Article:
In recent years greater numbers of thinkers have considered the Prisoners' Counsel Act 1836 but have viewed the Act through the lens of Whig history, as a further manifestation of the modernisation of criminal justice in the inevitable march towards adversarialism. This article addresses how the Act has been understood within broader literature concerning the nineteenth century felony trial. In particular, greater attention is paid to how counsel reacted to the Act, considering the nature of the contemporary Bar, the apparent silence from the Bar in reaction to the Act, what evidence might be drawn upon to gauge how members of the Bar might have reacted to changes within the trial and some possible explanation for such reactions. Lastly, some conclusions are drawn as to what these reactions reveal about pervading perceptions of the Bar during the mid-nineteenth century.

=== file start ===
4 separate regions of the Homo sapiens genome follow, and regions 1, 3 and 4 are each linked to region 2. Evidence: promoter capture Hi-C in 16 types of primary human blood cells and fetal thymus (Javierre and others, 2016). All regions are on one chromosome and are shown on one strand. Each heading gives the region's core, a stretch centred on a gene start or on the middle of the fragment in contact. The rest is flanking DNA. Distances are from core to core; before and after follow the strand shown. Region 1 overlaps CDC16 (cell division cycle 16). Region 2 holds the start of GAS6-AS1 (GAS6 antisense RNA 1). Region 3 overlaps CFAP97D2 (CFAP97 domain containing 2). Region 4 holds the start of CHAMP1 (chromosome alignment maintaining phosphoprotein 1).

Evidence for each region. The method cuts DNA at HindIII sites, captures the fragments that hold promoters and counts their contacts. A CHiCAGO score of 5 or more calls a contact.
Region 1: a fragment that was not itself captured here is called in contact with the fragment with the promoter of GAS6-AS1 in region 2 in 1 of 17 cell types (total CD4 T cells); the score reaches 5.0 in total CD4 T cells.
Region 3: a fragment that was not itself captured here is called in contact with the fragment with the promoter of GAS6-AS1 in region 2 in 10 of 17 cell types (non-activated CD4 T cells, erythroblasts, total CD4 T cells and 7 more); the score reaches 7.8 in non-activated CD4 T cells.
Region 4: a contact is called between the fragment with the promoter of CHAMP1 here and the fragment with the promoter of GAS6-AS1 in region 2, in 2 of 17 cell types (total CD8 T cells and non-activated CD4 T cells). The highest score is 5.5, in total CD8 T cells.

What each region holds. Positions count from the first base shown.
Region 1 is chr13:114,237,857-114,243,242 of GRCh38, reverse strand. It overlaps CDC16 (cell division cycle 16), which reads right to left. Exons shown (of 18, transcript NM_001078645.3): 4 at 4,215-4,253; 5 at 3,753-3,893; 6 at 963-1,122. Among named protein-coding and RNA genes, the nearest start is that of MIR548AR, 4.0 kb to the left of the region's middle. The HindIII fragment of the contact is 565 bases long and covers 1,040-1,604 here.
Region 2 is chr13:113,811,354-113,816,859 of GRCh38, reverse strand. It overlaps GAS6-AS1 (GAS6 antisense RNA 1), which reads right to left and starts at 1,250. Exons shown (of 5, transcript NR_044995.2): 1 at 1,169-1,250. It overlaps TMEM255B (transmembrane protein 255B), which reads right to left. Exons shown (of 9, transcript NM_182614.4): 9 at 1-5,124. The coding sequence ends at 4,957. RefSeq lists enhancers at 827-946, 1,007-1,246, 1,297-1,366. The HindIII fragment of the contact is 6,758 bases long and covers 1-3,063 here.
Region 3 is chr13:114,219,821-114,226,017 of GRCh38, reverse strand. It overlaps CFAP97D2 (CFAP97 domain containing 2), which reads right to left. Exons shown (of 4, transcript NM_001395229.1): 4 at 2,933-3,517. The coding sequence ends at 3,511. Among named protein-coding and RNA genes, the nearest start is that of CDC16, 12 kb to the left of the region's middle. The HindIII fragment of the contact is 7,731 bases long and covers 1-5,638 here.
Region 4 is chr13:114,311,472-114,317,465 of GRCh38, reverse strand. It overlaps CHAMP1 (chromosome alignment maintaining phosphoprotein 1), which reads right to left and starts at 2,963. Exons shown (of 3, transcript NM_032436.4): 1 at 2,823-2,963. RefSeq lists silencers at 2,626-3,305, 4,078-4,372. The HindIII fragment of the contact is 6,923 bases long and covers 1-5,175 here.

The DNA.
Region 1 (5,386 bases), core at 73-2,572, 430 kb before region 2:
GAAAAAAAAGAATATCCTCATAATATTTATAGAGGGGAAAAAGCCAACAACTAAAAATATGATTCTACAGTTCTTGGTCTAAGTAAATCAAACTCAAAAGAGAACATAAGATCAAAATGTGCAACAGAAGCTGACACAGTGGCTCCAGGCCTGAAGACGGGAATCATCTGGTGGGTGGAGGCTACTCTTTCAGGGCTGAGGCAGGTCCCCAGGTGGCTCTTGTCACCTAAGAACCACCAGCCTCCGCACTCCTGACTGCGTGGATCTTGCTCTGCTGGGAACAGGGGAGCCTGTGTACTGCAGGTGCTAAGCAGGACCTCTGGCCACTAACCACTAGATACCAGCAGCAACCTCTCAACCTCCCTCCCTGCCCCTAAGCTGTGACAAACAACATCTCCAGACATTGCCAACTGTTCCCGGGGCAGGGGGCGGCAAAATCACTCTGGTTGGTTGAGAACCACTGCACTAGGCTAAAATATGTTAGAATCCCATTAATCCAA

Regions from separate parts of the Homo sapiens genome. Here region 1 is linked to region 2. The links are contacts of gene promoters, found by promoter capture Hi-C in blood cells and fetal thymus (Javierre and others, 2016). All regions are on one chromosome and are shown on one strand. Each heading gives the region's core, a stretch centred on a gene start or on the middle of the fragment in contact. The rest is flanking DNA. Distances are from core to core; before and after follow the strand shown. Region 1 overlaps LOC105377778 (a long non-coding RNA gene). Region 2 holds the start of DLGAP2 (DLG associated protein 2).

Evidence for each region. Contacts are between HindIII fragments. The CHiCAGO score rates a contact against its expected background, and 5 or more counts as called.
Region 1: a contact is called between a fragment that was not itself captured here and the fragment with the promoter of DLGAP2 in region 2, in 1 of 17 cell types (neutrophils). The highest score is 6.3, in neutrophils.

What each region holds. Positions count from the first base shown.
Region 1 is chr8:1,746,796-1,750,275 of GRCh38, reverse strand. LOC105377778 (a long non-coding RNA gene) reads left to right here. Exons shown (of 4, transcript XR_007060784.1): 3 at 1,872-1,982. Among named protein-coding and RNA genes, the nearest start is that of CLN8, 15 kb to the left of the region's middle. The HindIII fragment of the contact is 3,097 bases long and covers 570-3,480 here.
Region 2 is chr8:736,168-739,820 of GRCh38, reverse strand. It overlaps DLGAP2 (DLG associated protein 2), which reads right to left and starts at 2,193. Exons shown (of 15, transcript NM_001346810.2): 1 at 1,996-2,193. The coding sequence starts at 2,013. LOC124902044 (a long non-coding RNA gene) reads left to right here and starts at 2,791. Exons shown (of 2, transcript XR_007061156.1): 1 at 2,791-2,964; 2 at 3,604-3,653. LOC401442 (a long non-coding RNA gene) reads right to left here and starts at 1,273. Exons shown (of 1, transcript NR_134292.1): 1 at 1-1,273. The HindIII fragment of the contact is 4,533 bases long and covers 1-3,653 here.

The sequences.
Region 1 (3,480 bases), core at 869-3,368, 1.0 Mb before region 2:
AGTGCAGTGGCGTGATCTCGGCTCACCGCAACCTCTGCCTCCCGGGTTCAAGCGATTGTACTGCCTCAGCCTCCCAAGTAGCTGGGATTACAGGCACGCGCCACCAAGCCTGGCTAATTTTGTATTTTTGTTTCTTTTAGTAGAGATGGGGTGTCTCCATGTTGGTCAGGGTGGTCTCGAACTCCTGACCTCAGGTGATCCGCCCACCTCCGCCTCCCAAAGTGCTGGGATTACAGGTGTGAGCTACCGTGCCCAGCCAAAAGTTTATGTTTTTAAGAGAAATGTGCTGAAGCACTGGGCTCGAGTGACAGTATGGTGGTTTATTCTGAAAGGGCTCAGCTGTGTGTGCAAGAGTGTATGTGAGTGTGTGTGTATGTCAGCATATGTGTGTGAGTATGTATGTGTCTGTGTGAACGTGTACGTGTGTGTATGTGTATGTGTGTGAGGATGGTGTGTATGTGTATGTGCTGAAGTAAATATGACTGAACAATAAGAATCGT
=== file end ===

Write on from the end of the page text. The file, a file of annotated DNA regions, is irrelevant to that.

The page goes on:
|Number of pages||20|
|Journal||Law, Crime and History|
|Publication status||Published - Jul 2014|